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What's Hot What's New

The good, the bad and the ugly. You'll find them all here. Each week you'll get my take on the intriguing, and sometimes peculiar, titles to recently hit the newsstand.

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With a title like Kiwi you would expect something fresh and new to sink your teeth into. Although the idea for a magazine dedicated to the health and well being of children is admirable, what are the chances that a magazine featuring yoga exercise for kids will really catch on? Feng Shui for children's bedrooms and counting the amount of Omega-3 vitamin intake for kids are things that most consumers could care less about. What 10 year-old girls care about her bedrooms feng shui, she just cares about her Justin Timberlake poster on the wall. Kiwi's editor says her goal is to help streamline the efforts of consumers to maintain a healthy lifestyle for their families. This is where there is a problem because most mothers are busy and rely on convenience. Kiwi is specialized in its approach of targeting family health, especially kids, but it will be difficult for them to establish a consistent following.

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Good is not good. In this case, it is excellent. With the goal of providing information in a way not to insult the reader's intelligence, Good Magazine has delivered on that promise. With practical and thought provoking articles, Good is a bright spot among this year's new magazine releases. The unconventional cover and design of the magazine is refreshing and adds to the overall feel. The problem for Good is that I don't see a long-term future for the magazine. It has a kind of intellectual nobility about it with articles on "Innovative projects revitalizing America" and "The attack on the American family," Good has noble ideas, but I don't believe that it will garner enough of a readership to survive. But don't let my bleak outlook for the magazine scare you off from picking up what may be this year's hottest release. It would be Good of you to give this magazine a try.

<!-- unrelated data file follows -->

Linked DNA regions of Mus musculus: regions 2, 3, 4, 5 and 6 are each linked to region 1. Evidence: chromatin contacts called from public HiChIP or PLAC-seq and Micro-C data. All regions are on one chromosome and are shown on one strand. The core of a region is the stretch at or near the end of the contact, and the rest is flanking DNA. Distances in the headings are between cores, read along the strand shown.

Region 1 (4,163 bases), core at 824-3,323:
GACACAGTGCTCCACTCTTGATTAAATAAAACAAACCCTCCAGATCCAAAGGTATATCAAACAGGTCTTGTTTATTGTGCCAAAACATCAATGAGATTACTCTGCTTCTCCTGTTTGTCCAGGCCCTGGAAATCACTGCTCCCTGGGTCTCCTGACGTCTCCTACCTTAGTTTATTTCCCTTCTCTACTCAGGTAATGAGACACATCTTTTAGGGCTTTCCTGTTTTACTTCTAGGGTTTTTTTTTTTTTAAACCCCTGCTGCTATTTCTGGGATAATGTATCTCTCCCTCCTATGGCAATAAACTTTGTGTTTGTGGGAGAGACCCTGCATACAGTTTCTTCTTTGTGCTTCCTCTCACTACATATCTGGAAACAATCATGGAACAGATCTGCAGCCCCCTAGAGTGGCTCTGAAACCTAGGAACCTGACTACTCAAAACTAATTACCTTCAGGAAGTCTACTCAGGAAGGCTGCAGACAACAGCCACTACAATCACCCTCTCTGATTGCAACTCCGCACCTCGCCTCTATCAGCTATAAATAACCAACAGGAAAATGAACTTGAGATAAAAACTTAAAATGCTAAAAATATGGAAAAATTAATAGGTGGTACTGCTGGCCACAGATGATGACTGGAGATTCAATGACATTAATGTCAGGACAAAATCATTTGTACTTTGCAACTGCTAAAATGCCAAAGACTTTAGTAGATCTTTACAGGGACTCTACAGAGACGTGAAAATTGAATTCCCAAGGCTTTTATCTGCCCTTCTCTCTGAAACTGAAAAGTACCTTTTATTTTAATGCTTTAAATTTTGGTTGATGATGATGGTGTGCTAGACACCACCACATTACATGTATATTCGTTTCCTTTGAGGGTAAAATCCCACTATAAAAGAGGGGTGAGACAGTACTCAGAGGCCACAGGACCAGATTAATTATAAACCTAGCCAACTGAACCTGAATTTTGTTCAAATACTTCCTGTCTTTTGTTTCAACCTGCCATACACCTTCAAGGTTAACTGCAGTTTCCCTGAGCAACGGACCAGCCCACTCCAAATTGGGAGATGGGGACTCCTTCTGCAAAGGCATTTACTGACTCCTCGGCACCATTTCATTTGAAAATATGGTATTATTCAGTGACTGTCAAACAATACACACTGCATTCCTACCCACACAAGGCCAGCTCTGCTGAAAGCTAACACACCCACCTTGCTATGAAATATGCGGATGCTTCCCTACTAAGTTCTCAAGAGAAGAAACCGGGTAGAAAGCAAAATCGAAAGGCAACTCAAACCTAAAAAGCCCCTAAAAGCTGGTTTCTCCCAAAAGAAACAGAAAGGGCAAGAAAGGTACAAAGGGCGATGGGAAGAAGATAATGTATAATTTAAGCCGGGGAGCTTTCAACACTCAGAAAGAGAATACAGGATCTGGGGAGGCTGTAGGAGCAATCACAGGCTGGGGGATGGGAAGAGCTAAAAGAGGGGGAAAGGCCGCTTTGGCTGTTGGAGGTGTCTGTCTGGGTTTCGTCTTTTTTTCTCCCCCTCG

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Jamrock Magazine feels that the time is right for a magazine on the Caribbean. They are targeting the Caribbean people dispersed in the United States with the hope that Americans will catch on to the magazine. With more and more magazines coming out targeting one racial or religious group, the editor and the people at Linkup Media felt it was time to start a publication like Jamrock. But this magazine does not distinguish its look from Hip-Hop magazines that are currently on the market. The articles are basically the same as to what you see in hip-hop magazines with the exception that they are about reggae artist and not rap artist. And although the editor of the magazine claims to be targeting the many Caribbean scattered across the United States, he is clearly going after the hip-hop market. Unless Jamrock can find a way to set itself apart from the other urban style magazines on the market it will find itself out of business very soon.


October 8, 2006


© 2008 Samir Husni, Ph.D. - Mr. Magazine™